A couple weeks ago, I asked you if you ever considered what happens to your trash after you toss it to the curb. Chances are, if you’ve never really thought about it then you’re probably not going to have an answer to my next question. Which is…have you considered what happens after you flush your toilet in NYC? Well, if you live in parts of Brooklyn, Queens, and Manhattan, a lot of that wastewater might be finding its way to the Newtown Creek Wastewater Treatment Plant. And believe it or not, touring their facility is one of the hottest tickets in town!
The Newtown Creek plant, which opened in 1967, is the largest of NYC’s wastewater treatment facilities, serving 1 million NYC residents and processing about 18% of the city’s wastewater. Three times a year in February, April, and October, visitors can ascend to the top of Newtown Creek’s iconic “digester eggs”, which are used for processing about 1.5 million gallons of NYC’s sludge…per day.
A couple weeks ago, my husband and I attended their “Valentine’s Day” tour because, well, we’re weird like that. To be fair, it didn’t actually take place on Valentine’s Day but a few days prior. Later in the evening, they were planning to light up the eggs in red lights to make it look all festive for the upcoming holiday!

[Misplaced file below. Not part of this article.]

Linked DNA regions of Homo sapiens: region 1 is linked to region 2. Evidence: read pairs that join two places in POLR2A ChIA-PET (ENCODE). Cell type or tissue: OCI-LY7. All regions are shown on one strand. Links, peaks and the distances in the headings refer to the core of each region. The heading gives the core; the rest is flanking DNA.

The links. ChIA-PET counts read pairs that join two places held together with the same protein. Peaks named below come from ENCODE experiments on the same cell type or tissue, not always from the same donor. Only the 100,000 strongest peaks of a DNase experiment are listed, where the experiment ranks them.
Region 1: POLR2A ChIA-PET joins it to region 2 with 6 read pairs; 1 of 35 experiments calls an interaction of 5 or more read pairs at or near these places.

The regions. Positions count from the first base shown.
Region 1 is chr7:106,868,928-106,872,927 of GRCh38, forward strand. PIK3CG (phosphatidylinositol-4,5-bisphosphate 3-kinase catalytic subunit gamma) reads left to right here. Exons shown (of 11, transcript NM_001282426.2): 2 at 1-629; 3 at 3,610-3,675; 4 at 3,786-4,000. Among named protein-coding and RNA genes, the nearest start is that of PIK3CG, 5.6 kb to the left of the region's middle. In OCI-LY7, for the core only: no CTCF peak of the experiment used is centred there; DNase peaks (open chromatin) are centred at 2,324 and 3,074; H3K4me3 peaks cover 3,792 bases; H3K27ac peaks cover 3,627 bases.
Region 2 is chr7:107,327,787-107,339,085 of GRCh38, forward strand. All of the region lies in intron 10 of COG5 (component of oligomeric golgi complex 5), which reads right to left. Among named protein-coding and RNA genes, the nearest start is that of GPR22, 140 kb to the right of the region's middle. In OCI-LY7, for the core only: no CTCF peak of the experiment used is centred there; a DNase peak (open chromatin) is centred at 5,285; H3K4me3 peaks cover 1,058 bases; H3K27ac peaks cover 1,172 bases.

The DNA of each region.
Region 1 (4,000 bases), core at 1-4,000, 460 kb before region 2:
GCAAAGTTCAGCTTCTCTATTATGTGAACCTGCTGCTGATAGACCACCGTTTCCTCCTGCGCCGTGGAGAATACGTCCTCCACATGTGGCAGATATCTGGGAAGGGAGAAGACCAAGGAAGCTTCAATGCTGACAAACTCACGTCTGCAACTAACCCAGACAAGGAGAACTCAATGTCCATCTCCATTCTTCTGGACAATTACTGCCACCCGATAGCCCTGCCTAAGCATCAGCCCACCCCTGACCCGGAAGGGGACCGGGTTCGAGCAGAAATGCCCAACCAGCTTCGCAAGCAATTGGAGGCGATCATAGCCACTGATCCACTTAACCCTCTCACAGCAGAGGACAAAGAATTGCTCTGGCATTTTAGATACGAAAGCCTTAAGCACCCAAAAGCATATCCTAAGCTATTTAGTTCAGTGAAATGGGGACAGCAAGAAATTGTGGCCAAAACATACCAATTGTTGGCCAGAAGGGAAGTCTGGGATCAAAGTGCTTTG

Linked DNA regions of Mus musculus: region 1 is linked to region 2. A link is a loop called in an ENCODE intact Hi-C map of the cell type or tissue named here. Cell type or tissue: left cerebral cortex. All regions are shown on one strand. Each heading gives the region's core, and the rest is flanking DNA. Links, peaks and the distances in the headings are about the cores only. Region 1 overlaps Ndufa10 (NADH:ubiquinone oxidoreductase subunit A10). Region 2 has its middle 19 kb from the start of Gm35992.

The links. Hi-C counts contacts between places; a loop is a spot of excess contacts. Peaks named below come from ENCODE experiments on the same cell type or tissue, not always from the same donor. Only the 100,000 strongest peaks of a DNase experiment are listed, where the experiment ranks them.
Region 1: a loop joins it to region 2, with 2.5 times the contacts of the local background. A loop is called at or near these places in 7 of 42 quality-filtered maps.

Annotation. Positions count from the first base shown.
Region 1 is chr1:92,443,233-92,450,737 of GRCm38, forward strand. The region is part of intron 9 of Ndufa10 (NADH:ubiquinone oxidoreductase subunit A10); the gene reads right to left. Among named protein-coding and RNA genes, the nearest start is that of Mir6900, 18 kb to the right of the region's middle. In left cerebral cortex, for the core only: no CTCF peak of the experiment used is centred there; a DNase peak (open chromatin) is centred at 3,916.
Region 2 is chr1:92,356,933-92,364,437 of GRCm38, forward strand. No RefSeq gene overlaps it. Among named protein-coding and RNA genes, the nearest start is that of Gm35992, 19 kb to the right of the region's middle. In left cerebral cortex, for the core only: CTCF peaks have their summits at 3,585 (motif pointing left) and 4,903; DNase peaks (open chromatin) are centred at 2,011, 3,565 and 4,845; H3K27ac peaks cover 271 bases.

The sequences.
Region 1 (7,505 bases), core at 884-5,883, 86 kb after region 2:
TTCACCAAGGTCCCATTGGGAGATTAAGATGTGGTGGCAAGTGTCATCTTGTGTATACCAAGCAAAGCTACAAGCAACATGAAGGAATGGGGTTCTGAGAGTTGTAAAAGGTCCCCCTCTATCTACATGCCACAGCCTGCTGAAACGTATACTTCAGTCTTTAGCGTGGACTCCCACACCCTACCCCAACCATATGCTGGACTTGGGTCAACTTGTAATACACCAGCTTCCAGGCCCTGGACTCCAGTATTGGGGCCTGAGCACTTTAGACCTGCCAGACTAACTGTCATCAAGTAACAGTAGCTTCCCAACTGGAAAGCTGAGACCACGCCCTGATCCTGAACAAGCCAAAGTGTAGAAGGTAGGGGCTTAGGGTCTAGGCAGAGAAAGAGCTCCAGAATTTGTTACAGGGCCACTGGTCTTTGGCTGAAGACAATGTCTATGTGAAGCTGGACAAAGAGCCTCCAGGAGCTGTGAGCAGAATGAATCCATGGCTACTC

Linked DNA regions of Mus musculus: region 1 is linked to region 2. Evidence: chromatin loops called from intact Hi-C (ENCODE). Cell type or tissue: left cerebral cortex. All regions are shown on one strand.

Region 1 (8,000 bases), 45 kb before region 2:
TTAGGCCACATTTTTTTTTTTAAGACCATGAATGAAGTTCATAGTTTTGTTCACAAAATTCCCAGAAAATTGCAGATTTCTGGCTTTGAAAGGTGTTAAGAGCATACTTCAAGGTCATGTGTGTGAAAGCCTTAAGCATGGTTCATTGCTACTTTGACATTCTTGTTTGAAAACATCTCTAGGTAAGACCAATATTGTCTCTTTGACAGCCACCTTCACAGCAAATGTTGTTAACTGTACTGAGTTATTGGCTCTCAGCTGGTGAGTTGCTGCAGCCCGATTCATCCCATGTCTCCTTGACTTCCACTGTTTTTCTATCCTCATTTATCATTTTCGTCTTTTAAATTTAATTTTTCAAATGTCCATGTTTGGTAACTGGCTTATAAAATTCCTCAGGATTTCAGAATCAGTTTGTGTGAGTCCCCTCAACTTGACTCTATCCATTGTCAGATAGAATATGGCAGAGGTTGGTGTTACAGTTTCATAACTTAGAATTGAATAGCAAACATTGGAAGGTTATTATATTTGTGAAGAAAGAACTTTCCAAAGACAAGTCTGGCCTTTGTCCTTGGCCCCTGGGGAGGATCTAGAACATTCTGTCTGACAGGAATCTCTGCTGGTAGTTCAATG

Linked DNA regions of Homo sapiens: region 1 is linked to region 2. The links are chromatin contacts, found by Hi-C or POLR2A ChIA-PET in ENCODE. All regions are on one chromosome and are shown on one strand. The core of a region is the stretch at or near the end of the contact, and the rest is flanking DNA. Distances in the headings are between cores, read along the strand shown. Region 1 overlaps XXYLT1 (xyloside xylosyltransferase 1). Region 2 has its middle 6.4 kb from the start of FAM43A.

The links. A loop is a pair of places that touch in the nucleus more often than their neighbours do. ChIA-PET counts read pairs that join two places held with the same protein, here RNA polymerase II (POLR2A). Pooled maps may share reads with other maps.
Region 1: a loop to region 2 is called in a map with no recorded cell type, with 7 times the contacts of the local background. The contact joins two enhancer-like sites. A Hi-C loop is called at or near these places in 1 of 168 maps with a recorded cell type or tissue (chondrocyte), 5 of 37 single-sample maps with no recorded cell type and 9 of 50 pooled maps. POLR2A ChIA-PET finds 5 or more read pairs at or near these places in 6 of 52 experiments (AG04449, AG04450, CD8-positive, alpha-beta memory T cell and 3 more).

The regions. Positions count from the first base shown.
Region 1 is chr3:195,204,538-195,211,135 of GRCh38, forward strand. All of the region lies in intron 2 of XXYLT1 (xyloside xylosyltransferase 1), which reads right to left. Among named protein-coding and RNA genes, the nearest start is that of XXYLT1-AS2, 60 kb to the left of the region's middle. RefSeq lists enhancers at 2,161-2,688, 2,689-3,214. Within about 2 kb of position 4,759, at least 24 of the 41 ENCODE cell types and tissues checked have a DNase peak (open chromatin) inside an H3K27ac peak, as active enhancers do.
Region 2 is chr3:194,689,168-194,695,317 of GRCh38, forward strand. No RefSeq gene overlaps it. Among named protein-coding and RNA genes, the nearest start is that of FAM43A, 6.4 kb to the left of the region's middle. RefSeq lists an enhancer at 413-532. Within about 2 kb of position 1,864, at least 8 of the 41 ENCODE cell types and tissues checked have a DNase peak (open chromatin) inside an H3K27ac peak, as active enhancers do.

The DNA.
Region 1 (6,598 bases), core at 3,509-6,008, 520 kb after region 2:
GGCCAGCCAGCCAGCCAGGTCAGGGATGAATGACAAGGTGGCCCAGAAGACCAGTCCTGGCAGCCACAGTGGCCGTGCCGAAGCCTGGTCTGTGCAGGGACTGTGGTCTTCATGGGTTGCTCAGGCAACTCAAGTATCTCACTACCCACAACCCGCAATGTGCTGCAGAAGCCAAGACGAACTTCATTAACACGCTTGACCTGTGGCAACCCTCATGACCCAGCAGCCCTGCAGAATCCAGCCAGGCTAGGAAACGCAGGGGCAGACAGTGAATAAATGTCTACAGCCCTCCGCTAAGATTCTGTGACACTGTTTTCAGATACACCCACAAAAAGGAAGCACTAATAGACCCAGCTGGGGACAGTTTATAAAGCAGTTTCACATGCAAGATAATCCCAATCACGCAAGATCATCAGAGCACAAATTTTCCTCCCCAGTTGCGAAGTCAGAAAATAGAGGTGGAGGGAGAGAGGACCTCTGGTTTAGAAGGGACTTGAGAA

Our tour started with an intro to NYC’s wastewater treatment process, which is QUITE a process when you consider how many people live in this city. Every day, NYC processes more than a billion gallons of wastewater across its 14 wastewater treatment facilities. Overall, the city has 7,400 miles of sewer pipes, in addition to various other storm and wastewater collection sites and pumping stations. Wastewater treatment is a surprisingly fast process, taking only about 7 hours to remove most pollutants before the treated water is then released into the surrounding rivers and bays in NYC.
Something you may not be aware of, though, is that sometimes untreated waste actually makes its way into NYC waterways. See, our city has this delightful thing called Combined Sewer Overflows (or CSOs), which basically means that stormwater and wastewater are all collected and processed together in NYC and only so much of that water can be processed at the same time. Which also means…when there is a heavy downpour, the systems can’t keep up and, therefore, stormwater and untreated wastewater need to be ejected into NYC’s waterways before they can be properly treated.